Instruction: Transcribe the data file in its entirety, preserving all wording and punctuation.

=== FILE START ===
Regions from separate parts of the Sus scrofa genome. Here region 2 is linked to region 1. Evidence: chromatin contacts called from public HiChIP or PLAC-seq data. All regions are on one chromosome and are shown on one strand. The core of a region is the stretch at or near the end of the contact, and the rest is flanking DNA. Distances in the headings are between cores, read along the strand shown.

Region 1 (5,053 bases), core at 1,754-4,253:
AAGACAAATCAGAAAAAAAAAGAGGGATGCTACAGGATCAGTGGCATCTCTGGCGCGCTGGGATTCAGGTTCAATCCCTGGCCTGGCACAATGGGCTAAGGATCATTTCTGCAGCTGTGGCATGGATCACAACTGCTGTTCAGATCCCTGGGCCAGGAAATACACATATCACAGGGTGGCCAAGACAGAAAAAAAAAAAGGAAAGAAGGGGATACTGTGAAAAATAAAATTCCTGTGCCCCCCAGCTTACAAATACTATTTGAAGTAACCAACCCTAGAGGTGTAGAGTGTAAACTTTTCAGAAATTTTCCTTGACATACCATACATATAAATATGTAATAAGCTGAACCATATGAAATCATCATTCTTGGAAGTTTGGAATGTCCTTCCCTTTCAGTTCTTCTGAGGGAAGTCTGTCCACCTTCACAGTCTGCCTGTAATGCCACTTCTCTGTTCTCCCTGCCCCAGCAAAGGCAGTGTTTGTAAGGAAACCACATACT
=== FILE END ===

Regions from separate parts of the Sus scrofa genome. Here region 2 is linked to region 1. Evidence: chromatin contacts called from public HiChIP or PLAC-seq data. All regions are on one chromosome and are shown on one strand. The core of a region is the stretch at or near the end of the contact, and the rest is flanking DNA. Distances in the headings are between cores, read along the strand shown.

Region 1 (5,053 bases), core at 1,754-4,253:
AAGACAAATCAGAAAAAAAAAGAGGGATGCTACAGGATCAGTGGCATCTCTGGCGCGCTGGGATTCAGGTTCAATCCCTGGCCTGGCACAATGGGCTAAGGATCATTTCTGCAGCTGTGGCATGGATCACAACTGCTGTTCAGATCCCTGGGCCAGGAAATACACATATCACAGGGTGGCCAAGACAGAAAAAAAAAAAGGAAAGAAGGGGATACTGTGAAAAATAAAATTCCTGTGCCCCCCAGCTTACAAATACTATTTGAAGTAACCAACCCTAGAGGTGTAGAGTGTAAACTTTTCAGAAATTTTCCTTGACATACCATACATATAAATATGTAATAAGCTGAACCATATGAAATCATCATTCTTGGAAGTTTGGAATGTCCTTCCCTTTCAGTTCTTCTGAGGGAAGTCTGTCCACCTTCACAGTCTGCCTGTAATGCCACTTCTCTGTTCTCCCTGCCCCAGCAAAGGCAGTGTTTGTAAGGAAACCACATACT